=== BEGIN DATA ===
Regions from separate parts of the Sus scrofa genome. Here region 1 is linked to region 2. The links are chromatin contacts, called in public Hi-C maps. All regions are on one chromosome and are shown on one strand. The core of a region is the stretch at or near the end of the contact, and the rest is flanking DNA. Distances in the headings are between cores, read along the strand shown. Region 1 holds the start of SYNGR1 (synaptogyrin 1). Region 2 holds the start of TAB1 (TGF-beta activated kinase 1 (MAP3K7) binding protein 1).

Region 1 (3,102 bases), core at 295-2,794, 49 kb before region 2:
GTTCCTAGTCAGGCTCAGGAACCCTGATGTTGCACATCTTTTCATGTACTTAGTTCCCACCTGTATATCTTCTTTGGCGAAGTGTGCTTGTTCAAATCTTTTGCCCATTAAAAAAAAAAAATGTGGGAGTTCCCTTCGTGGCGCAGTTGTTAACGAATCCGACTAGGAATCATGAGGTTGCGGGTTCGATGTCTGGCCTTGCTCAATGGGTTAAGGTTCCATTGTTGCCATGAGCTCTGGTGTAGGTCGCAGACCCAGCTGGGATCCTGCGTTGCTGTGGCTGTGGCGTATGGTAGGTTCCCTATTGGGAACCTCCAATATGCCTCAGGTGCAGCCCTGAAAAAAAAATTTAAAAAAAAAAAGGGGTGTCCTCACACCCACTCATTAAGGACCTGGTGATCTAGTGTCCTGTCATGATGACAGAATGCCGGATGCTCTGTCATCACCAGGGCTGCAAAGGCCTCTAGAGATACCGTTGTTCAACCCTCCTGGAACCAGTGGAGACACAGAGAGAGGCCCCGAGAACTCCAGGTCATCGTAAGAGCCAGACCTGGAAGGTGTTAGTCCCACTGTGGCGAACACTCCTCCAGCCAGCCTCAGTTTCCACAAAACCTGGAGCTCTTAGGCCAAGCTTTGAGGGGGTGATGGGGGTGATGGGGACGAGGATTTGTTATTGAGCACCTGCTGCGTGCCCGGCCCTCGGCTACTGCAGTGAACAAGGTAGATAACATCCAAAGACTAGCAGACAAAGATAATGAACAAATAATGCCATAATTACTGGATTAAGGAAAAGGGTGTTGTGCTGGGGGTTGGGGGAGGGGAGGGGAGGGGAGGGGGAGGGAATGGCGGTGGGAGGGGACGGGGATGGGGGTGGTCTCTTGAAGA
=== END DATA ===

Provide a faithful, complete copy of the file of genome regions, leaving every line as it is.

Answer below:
Regions from separate parts of the Sus scrofa genome. Here region 1 is linked to region 2. The links are chromatin contacts, called in public Hi-C maps. All regions are on one chromosome and are shown on one strand. The core of a region is the stretch at or near the end of the contact, and the rest is flanking DNA. Distances in the headings are between cores, read along the strand shown. Region 1 holds the start of SYNGR1 (synaptogyrin 1). Region 2 holds the start of TAB1 (TGF-beta activated kinase 1 (MAP3K7) binding protein 1).

Region 1 (3,102 bases), core at 295-2,794, 49 kb before region 2:
GTTCCTAGTCAGGCTCAGGAACCCTGATGTTGCACATCTTTTCATGTACTTAGTTCCCACCTGTATATCTTCTTTGGCGAAGTGTGCTTGTTCAAATCTTTTGCCCATTAAAAAAAAAAAATGTGGGAGTTCCCTTCGTGGCGCAGTTGTTAACGAATCCGACTAGGAATCATGAGGTTGCGGGTTCGATGTCTGGCCTTGCTCAATGGGTTAAGGTTCCATTGTTGCCATGAGCTCTGGTGTAGGTCGCAGACCCAGCTGGGATCCTGCGTTGCTGTGGCTGTGGCGTATGGTAGGTTCCCTATTGGGAACCTCCAATATGCCTCAGGTGCAGCCCTGAAAAAAAAATTTAAAAAAAAAAAGGGGTGTCCTCACACCCACTCATTAAGGACCTGGTGATCTAGTGTCCTGTCATGATGACAGAATGCCGGATGCTCTGTCATCACCAGGGCTGCAAAGGCCTCTAGAGATACCGTTGTTCAACCCTCCTGGAACCAGTGGAGACACAGAGAGAGGCCCCGAGAACTCCAGGTCATCGTAAGAGCCAGACCTGGAAGGTGTTAGTCCCACTGTGGCGAACACTCCTCCAGCCAGCCTCAGTTTCCACAAAACCTGGAGCTCTTAGGCCAAGCTTTGAGGGGGTGATGGGGGTGATGGGGACGAGGATTTGTTATTGAGCACCTGCTGCGTGCCCGGCCCTCGGCTACTGCAGTGAACAAGGTAGATAACATCCAAAGACTAGCAGACAAAGATAATGAACAAATAATGCCATAATTACTGGATTAAGGAAAAGGGTGTTGTGCTGGGGGTTGGGGGAGGGGAGGGGAGGGGAGGGGGAGGGAATGGCGGTGGGAGGGGACGGGGATGGGGGTGGTCTCTTGAAGA